JOE FRIESEN and OMAR EL AKKAD AND BILL CURRY
TORONTO, EDMUNSTON, N.B., MONTREAL — In the latest chapter of Canada's culture war, author Margaret Atwood led the applause for Bloc Québécois Leader Gilles Duceppe Friday, saying she would – if she lived in Quebec – vote for the separatist party to stop Stephen Harper from forming a government.
Ms. Atwood sat at the head table for Mr. Duceppe's speech to the Economic Club of Toronto, his only foray outside Quebec during the campaign, and burst out clapping when the Bloc Leader criticized the Conservative Leader for his cuts to arts funding and what he called his ideological approach to the economy.
“When Stephen Harper talks about the ordinary Quebecker who supposedly does not care about culture and about artists attending galas, he is not only insulting people, he is missing the point. In Quebec, and I think in Canada, the presence of Ms. Atwood reminds us, not only is culture the backbone of our national identity, it is also a huge part of our economy,” Mr. Duceppe said, referring to a recent Conference Board of Canada study that said cultural activities contribute $84-billion to the economy.
“Our culture cannot be outsourced to China. Culture is our future, as much to nourish our souls as to nourish our stomachs. We don't want to live on Planet Hollywood.”
Canadian author Margaret Atwood speaks during a press conference in 2006.
Ms. Atwood, who described her support for Mr. Duceppe as “ironic” given his pledge to build a sovereign Quebec, said he has a better grasp of the economy than the Conservative Leader. Although she lives in Toronto and has voted for every political party from the Conservatives to the Greens in previous elections, Ms. Atwood is encouraging Canadians to vote for the candidate in their riding who can stop a Conservative from winning. “I'm here because Mr. Duceppe understands the contribution that culture makes to our economy. He understands $84-billion, and he understands 1.1 million jobs,” she said.
Mr. Harper spent much of Friday blasting Liberal Leader Stéphane Dion's 30-day plan to deal with the economic crisis, calling it a panicky response that amounts to a promise to start thinking about doing something. “If you don't know where you are going, any road will take you there,” he told a partisan crowd at a rally in Edmundston, N.B., borrowing a line from Lewis Carroll. “Without a road map or a plan, don't take the Canadian economy for a ride.”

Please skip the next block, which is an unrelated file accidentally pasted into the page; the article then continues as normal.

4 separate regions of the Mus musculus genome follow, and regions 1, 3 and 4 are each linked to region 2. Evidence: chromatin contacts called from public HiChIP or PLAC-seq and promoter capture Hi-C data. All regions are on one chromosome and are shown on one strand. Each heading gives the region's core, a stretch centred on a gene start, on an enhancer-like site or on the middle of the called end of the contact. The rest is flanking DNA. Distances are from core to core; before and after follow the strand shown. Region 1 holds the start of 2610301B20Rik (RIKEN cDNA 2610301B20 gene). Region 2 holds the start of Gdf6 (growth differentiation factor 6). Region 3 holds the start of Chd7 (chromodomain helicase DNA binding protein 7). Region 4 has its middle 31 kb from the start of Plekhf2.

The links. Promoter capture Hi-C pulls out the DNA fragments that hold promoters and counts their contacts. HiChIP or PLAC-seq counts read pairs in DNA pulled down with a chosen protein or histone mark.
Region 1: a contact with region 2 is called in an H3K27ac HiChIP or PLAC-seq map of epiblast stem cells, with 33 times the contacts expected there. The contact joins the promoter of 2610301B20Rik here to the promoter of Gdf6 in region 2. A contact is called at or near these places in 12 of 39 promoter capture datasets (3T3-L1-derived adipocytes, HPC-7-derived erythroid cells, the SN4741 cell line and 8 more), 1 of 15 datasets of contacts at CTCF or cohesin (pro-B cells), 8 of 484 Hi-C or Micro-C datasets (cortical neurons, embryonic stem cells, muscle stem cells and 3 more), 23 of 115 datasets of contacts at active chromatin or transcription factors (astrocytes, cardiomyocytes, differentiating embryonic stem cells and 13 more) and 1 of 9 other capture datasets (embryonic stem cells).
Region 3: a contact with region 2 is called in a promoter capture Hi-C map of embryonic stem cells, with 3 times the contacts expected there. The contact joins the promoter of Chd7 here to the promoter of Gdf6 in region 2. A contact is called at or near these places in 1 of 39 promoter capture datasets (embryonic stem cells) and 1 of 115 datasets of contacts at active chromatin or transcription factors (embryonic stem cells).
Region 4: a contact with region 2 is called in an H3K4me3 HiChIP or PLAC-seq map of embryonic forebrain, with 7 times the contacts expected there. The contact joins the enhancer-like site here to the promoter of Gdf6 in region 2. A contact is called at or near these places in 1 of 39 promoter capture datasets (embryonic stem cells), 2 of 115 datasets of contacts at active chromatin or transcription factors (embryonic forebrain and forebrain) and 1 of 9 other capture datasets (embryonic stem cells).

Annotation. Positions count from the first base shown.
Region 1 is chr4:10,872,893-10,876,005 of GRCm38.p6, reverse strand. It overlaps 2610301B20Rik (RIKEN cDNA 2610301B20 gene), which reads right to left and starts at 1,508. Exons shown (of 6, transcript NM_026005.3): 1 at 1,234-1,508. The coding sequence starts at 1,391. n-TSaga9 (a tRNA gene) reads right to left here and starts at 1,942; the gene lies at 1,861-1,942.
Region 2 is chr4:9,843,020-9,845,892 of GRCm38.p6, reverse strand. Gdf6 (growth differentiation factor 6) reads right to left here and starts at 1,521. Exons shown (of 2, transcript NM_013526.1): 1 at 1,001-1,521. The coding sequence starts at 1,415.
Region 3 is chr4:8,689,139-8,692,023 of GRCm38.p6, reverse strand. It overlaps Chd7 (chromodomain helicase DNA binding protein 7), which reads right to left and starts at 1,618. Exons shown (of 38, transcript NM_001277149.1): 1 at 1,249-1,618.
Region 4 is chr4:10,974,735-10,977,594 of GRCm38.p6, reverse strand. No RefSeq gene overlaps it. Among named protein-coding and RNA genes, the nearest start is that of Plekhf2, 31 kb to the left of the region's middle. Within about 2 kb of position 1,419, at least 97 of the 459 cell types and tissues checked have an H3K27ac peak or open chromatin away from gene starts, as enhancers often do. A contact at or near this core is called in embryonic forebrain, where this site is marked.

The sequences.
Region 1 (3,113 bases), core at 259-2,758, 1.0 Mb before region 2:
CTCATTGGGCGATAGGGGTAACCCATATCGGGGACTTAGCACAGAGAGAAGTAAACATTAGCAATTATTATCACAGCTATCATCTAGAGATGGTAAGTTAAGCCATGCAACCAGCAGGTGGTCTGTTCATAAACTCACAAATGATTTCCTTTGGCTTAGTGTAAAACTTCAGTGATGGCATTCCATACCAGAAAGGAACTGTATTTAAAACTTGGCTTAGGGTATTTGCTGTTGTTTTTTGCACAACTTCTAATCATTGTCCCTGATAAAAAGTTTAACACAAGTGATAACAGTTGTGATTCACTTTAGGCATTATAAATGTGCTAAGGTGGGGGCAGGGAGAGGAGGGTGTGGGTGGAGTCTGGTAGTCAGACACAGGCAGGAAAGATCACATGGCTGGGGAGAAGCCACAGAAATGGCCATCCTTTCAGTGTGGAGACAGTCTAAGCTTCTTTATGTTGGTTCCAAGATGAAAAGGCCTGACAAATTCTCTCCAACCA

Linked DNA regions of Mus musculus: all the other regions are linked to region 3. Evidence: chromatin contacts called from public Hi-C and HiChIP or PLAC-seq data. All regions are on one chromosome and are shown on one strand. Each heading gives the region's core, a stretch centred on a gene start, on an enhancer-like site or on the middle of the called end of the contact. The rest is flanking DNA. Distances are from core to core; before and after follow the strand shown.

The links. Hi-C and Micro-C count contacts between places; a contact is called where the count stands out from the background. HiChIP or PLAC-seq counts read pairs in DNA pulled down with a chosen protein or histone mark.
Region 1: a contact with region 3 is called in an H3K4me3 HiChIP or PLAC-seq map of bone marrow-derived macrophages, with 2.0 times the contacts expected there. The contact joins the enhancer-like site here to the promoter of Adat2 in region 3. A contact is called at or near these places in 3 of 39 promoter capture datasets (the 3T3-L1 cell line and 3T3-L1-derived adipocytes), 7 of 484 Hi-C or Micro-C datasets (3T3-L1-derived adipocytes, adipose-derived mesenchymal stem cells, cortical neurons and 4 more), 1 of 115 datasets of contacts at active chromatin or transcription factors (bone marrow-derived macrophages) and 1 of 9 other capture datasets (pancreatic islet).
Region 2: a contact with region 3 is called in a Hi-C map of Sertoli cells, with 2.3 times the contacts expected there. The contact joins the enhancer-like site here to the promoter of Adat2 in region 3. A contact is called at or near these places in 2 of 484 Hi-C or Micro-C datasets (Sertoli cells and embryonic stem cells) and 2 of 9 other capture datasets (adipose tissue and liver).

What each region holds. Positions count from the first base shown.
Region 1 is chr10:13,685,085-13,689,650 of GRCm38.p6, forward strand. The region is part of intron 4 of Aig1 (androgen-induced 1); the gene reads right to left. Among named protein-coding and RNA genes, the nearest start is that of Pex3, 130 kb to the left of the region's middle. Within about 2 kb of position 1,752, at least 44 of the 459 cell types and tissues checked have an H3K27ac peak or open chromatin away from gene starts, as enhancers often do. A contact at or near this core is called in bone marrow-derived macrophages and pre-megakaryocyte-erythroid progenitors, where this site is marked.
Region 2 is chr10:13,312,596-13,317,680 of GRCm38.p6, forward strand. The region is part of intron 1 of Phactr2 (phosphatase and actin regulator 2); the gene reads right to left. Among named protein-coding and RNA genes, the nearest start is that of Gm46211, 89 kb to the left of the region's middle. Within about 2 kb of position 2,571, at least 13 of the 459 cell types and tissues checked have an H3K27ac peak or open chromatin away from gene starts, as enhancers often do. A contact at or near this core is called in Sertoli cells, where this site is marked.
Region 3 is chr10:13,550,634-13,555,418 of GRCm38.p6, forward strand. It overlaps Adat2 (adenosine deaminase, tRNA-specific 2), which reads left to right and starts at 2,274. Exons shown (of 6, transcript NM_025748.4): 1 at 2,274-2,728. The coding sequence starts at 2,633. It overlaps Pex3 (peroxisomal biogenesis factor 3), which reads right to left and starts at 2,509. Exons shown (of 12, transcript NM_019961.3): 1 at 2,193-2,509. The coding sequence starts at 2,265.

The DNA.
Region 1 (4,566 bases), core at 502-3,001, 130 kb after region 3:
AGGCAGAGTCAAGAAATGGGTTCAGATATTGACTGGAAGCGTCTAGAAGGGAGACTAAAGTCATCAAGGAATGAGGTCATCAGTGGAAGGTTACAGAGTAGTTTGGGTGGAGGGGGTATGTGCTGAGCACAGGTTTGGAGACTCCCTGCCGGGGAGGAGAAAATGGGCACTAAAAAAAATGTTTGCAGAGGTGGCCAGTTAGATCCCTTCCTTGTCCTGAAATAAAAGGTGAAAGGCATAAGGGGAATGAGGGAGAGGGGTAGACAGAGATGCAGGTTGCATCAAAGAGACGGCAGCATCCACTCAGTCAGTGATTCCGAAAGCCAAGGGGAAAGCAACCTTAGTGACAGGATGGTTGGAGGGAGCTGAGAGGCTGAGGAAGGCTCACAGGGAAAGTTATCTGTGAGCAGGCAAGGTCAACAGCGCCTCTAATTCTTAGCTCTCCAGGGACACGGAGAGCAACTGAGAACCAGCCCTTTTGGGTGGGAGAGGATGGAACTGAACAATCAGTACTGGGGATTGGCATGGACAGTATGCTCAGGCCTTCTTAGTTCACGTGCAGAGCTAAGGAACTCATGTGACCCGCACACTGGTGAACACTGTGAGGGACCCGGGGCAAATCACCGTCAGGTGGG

Mr. Dion, campaigning in Montreal, acknowledged that the 30-day plan that he proposed during this week's leaders debates would spend money already budgeted by the Conservative government.
“There's a lot of money in the pipeline able to go right away to create jobs and to create the infrastructure that we need,” Mr. Dion said.Mr. Dion also repeated the call he first made Friday morning for “progressive” voters to unite behind the Liberal banner, and expressed hope that public opinion will “polarize” into a two-way race between Liberals and Tories.
NDP Leader Jack Layton's party is making the same pitch. The days ahead are likely to feature a fierce battle between the Liberals and NDP to capitalize on the debates and position themselves as the main option for non-Tory voters.
Meanwhile, the Tories tried to douse the flames of another plagiarism accusation Friday. After a staffer was forced to resign for copying large portions of a speech for Mr. Harper on Iraq from an address given days earlier by an Australian prime minister, the Liberals have unearthed another example: A 2003 speech by Mr. Harper contained 44 words, or two paragraphs, that closely match a speech given two months earlier by Ontario premier Mike Harris. The Liberals called it further proof of Mr. Harper's intellectual dishonesty.
Audience numbers for the English leaders' debate show an average audience of three million, and that almost three times as many Canadians watched it than took in the U.S. vice-presidential debate, according to CTV.
With a report from the Canadian Press